Voyages from I to Thou.

Location: Skellig Michel, Ireland

Friday, January 07, 2005

Whence the singer and her song

Some of the oral legends have it that the mother of ((the Irish Orpheus)) Oisin was a mortal, bewitched by a woman of the Sidhe: others, that she was herself Fionn's leannan-shee, or fairy-love . . . and I have heard her called Niamh, Moän, Liban, and other sweet perilous names.

But the common legend* is that Fionn, wearied of his white love, and wedded a daughter of a great lord of the Ultonians. Then "the other" put the spell of the Fathfith on her, so that she was changed to a hind of the hill.

When her hour was come, she swam the deep water of Loch-nan-'ceall that is near Arisaig in West Argyll, to the little isle in it that is called Sanndraigh.

And there her child and Fionn's child was born. When the swoon of the birthing was past, she forgot, and that of her which was a hind licked the brow of her young. Then she remembered, and licked no more; but, looking, saw that though the enchantment lay upon her still, the spell was broken for her little son. But hair like a fawn's hair grew upon the brow she had licked: and that is why the youngest and fairest of Fionn's sons was given the name of Oisin, the Fawn.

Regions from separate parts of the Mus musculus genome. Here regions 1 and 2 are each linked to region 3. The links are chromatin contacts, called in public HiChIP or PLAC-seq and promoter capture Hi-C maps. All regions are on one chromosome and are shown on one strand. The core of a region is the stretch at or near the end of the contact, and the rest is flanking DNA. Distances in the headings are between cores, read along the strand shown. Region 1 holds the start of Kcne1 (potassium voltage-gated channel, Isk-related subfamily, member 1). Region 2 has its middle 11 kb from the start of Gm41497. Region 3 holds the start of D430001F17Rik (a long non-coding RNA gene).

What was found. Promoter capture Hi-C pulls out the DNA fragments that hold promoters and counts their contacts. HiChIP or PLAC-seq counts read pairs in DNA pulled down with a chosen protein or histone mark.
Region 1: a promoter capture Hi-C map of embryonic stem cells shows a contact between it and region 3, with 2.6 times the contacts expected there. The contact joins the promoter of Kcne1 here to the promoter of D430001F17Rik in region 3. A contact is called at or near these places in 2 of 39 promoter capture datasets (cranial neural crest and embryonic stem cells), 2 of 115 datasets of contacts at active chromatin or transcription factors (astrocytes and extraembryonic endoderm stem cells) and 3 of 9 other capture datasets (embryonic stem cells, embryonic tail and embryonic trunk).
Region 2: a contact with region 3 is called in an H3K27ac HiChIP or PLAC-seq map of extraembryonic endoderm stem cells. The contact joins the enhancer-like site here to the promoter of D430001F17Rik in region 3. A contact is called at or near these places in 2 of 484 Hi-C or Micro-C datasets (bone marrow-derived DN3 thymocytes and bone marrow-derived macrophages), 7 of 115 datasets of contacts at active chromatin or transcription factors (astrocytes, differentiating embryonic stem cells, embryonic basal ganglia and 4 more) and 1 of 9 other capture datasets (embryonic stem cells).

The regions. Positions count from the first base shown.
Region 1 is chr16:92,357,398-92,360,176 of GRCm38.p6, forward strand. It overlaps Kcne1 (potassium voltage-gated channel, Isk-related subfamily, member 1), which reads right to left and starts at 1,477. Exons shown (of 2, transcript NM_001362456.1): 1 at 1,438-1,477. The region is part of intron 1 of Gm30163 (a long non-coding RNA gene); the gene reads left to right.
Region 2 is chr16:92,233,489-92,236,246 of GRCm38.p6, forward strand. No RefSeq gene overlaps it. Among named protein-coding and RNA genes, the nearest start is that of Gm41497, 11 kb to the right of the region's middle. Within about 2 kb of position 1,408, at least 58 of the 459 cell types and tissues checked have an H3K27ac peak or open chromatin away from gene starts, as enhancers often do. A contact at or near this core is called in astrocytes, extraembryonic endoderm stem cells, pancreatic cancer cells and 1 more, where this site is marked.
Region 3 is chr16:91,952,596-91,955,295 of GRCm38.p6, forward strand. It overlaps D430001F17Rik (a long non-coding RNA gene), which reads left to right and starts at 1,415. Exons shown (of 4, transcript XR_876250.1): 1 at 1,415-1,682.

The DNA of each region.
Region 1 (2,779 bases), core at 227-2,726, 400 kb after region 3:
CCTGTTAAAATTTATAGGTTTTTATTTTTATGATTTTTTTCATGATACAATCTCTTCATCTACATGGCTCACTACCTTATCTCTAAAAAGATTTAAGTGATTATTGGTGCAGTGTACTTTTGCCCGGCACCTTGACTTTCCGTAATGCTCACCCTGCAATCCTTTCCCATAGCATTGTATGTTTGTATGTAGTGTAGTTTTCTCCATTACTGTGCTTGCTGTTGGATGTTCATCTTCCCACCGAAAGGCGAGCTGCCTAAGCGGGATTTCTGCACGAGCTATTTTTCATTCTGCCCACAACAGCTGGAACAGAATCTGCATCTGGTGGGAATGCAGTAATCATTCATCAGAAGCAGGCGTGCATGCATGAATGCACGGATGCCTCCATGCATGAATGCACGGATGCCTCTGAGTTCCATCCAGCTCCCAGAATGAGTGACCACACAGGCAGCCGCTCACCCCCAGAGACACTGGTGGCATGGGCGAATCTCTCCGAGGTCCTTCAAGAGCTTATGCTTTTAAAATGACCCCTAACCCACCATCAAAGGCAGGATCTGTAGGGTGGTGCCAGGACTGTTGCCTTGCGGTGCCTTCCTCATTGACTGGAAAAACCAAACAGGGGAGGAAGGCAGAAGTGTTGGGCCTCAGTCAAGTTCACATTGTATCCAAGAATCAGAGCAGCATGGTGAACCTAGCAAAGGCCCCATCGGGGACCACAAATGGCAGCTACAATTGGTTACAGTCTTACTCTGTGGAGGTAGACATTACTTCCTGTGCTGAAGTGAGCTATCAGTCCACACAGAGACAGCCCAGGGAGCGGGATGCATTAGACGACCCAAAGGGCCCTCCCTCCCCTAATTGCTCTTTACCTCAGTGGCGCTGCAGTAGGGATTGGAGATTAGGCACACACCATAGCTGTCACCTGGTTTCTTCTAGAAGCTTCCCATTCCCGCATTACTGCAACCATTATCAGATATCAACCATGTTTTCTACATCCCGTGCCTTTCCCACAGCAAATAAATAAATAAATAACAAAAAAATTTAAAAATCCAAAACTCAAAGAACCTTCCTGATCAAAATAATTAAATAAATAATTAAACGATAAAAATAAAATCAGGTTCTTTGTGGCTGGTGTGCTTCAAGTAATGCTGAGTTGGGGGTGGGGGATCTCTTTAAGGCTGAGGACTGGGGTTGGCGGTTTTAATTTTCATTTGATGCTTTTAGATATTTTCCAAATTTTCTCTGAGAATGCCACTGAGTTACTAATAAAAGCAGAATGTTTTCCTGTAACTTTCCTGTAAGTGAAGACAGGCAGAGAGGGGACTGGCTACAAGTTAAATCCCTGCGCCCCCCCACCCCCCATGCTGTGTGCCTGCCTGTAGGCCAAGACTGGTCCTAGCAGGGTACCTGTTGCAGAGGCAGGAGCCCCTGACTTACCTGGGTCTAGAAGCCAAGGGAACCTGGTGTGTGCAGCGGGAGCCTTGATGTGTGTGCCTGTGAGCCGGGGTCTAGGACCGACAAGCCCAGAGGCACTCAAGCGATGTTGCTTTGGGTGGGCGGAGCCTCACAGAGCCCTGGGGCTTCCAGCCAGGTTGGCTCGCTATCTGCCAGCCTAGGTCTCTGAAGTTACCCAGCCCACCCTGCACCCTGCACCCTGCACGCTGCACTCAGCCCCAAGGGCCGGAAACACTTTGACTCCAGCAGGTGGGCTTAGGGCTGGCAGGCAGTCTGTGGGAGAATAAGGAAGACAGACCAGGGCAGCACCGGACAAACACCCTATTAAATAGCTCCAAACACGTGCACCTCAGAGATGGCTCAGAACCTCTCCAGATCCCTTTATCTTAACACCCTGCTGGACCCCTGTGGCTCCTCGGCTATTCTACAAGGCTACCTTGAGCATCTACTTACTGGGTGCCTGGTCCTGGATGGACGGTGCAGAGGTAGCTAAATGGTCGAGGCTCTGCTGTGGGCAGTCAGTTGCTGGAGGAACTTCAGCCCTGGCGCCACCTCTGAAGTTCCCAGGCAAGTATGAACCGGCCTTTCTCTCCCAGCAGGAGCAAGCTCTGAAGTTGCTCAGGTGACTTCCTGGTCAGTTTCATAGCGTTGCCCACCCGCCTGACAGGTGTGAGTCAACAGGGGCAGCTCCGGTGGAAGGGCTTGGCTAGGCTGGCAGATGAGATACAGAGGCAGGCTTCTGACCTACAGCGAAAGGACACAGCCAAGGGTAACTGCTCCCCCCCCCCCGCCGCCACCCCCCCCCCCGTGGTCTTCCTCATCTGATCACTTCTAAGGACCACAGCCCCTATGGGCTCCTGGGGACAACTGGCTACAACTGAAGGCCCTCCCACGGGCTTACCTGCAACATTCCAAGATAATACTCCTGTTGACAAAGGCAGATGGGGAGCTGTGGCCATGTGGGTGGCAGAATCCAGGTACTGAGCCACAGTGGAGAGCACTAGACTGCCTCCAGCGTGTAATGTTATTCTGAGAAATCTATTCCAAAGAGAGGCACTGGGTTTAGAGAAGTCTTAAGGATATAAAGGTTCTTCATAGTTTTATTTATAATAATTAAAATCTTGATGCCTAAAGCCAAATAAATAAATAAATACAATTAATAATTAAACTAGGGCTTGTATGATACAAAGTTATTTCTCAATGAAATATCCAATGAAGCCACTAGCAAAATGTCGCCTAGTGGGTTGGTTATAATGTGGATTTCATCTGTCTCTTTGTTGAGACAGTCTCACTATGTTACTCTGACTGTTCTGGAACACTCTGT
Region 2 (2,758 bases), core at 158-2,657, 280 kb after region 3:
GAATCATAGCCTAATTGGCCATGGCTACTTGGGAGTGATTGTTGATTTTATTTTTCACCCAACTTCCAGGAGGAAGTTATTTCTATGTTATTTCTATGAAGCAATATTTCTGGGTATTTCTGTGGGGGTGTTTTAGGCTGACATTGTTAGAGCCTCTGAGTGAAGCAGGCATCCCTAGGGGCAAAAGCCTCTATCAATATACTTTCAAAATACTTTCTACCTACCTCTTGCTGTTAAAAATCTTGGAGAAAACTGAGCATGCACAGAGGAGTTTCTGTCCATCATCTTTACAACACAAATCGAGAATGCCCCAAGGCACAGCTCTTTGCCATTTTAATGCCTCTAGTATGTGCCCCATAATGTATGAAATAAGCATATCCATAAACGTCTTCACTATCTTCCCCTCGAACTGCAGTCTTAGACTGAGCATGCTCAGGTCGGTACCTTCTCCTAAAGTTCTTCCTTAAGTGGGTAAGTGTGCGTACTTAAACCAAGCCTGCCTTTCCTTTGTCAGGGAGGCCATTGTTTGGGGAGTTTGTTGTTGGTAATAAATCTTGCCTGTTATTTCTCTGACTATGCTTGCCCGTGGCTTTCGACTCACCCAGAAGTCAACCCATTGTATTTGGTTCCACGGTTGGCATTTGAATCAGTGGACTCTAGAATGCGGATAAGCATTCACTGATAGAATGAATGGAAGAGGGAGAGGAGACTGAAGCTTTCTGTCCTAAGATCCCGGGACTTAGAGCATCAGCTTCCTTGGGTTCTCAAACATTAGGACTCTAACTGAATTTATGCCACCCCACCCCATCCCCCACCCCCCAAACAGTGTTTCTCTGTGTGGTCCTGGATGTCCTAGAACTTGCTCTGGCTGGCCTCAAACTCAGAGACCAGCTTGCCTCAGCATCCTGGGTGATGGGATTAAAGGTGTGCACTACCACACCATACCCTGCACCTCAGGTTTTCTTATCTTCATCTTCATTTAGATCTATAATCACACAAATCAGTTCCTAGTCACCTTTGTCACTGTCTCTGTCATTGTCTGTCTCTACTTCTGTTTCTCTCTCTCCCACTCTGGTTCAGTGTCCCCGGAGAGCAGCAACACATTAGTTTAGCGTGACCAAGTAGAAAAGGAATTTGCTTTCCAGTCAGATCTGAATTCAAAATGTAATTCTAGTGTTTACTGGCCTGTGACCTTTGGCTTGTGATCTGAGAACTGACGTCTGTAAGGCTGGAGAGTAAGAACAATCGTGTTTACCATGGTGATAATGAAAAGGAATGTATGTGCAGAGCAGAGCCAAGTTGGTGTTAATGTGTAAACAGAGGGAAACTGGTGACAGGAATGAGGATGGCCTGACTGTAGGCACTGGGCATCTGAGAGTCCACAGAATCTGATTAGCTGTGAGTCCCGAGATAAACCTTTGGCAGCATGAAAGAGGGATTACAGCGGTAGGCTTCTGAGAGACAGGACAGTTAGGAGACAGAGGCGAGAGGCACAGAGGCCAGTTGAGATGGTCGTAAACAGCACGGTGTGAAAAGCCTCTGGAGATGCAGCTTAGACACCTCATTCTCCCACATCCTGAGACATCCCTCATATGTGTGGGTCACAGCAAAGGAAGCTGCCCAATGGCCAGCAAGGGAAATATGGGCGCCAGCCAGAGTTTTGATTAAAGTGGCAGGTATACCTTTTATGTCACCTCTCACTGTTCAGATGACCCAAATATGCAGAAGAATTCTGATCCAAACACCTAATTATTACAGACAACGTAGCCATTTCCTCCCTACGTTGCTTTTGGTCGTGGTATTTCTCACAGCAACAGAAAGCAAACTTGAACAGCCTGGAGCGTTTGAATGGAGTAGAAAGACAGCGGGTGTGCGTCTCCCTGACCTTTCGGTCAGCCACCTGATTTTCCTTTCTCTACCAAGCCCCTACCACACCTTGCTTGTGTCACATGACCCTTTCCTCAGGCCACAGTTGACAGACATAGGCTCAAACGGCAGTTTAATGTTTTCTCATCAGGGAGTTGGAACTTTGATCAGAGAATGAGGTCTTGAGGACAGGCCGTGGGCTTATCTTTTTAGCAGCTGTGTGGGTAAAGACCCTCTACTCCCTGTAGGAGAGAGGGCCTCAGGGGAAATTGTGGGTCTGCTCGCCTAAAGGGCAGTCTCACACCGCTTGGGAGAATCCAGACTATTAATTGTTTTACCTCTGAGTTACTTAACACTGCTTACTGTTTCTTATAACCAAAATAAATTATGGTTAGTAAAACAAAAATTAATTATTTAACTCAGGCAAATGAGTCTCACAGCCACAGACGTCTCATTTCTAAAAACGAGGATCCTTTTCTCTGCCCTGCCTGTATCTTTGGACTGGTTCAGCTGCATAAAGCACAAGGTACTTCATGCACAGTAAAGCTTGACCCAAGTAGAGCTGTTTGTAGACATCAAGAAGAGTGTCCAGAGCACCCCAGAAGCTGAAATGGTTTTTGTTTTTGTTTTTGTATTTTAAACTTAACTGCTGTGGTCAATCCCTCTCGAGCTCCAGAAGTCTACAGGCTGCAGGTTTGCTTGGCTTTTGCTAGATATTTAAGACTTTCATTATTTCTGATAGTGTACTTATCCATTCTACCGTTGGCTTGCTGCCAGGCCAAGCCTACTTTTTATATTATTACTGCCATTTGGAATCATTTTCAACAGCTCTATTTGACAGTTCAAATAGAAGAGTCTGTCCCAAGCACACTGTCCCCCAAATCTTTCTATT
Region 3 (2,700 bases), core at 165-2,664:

The child was taken to his father's Dûn, and the hind leapt away through the bracken, and swam the loch, and took to the hills--for the fear of Bran and Luath and Breacleit, Fionn's great hounds, was upon her.

Oisin and his mother did not meet again for years upon years. One day, when passing from boyhood to youth, he went with the hunters to the hill of the mountain-deer, but because of a mist he strayed and found himself at last alone and in a solitary place, a green glen set among leaning blue hills, with water running from a place of high piled rocks. He saw a hind pasturing there, more graceful and beautiful than any deer he had ever seen: so great was its beauty that he looked at it as a girl who had never seen an image in water might look at her mirrored face in a pool. Then the spirit of the huntsman stirred within him, and he lifted his spear. The hind looked at him, with sad wistful eyes, brown as hill-water, and slowly he lowered the spear.

"Thrust me not with thy spear, Oisin,"said the hind, "for I am thy mother that bore thee on the isle Sanndraigh in Loch-nan-'ceall. Alone I see thee, and hungry and weary. Come back with me now to my home, fawn of my heart."

They went slowly, side by side, across the green grass to a great rock that in slope was the height of nine men, and was smooth as the blade of a sword. The wife of Fionn breathed upon it, and a hollow was come, and when they had gone in there was no hollow but only a great rock with a slope that was in size the height of nine men and was as smooth as the blade of a sword.

Then, to his exceeding joy, Oisin saw that his mother was spellbound no more, but was a woman, and lovely and young. When they had kissed long with great love, shegave him food to eat and sweet heather-ale to drink, and then sang songs of a music sweeter than any he had ever heard.

For three days it was thus with them, with the sleep of peace at night, where was no night, and the waking of joy at morn, where was no morn, but where Time lay asleep, as the murmur of the unresting sea in the curved hollows of a shell.